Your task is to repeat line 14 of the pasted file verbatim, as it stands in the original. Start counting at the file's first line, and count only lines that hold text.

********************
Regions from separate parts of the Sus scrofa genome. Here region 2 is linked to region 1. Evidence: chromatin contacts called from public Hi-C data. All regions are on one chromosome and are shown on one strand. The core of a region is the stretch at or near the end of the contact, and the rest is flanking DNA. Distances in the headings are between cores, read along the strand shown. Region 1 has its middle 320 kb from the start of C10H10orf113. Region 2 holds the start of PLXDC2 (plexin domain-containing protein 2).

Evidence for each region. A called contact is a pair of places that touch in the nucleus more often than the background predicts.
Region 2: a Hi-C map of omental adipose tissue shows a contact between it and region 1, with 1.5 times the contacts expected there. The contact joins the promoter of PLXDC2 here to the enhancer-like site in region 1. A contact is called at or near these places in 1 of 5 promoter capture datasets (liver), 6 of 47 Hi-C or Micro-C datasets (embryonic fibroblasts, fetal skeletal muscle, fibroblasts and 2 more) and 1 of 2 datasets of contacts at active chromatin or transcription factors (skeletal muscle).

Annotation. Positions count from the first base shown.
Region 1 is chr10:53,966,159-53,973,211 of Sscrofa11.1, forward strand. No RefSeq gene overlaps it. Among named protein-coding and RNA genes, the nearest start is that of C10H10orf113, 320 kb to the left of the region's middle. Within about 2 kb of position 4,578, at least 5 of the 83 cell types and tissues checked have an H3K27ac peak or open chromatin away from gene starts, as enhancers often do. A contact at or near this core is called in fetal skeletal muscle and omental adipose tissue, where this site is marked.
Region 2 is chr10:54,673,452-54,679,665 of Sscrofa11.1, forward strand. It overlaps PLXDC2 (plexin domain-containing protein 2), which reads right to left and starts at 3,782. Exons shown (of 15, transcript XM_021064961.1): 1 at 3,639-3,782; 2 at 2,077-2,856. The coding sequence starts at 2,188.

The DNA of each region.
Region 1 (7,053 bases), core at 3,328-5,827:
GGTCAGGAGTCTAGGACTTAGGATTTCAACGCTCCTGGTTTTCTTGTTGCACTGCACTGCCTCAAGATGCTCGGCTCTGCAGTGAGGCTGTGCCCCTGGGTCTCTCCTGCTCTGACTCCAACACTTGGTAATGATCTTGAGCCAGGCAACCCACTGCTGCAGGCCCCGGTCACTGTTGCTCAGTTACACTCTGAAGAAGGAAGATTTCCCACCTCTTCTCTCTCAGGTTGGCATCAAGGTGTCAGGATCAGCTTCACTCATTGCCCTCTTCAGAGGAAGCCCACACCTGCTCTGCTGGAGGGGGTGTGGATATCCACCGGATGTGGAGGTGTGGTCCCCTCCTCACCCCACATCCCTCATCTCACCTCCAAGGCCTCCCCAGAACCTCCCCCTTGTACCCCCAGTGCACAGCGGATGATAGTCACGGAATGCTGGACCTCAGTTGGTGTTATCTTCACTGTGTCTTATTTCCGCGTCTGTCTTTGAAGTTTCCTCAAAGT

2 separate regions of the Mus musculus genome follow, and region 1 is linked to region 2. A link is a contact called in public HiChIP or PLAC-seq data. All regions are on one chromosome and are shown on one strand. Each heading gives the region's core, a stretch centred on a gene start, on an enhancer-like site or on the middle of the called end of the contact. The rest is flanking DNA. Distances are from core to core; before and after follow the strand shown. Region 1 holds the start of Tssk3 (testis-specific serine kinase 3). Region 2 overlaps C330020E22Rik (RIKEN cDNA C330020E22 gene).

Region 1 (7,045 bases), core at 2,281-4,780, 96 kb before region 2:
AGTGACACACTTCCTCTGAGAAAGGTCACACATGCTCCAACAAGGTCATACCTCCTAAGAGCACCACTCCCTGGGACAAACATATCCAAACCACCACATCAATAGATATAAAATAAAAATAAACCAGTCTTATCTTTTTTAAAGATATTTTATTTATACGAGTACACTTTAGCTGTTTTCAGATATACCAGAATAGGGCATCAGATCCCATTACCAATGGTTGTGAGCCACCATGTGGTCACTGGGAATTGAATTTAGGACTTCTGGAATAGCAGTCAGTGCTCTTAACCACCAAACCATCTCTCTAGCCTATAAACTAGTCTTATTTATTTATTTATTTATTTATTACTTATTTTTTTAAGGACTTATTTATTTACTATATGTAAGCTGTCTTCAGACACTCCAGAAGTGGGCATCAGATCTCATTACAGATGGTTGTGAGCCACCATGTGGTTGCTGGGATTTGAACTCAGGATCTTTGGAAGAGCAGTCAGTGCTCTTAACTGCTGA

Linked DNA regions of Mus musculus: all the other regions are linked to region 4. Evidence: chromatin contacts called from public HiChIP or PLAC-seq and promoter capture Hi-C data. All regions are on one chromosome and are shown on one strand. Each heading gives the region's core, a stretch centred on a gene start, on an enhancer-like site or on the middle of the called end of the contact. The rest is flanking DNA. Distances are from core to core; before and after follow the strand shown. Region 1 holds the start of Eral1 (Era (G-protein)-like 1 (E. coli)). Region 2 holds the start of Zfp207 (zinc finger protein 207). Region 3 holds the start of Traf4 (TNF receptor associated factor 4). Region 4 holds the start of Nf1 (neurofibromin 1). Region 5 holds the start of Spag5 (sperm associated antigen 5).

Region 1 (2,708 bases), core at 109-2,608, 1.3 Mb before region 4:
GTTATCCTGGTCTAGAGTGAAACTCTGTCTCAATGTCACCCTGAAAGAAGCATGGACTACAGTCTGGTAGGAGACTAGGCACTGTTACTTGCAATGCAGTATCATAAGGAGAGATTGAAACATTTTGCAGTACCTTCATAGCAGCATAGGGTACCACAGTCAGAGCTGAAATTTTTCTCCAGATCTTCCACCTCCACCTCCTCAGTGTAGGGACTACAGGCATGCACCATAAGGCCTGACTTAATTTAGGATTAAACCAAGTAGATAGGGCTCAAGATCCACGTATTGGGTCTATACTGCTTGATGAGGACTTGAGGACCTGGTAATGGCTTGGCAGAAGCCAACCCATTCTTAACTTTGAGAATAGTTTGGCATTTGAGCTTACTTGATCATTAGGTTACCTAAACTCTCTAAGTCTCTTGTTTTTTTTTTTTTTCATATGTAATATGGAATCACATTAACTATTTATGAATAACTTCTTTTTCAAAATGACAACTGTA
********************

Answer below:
Region 1 (2,708 bases), core at 109-2,608, 1.3 Mb before region 4: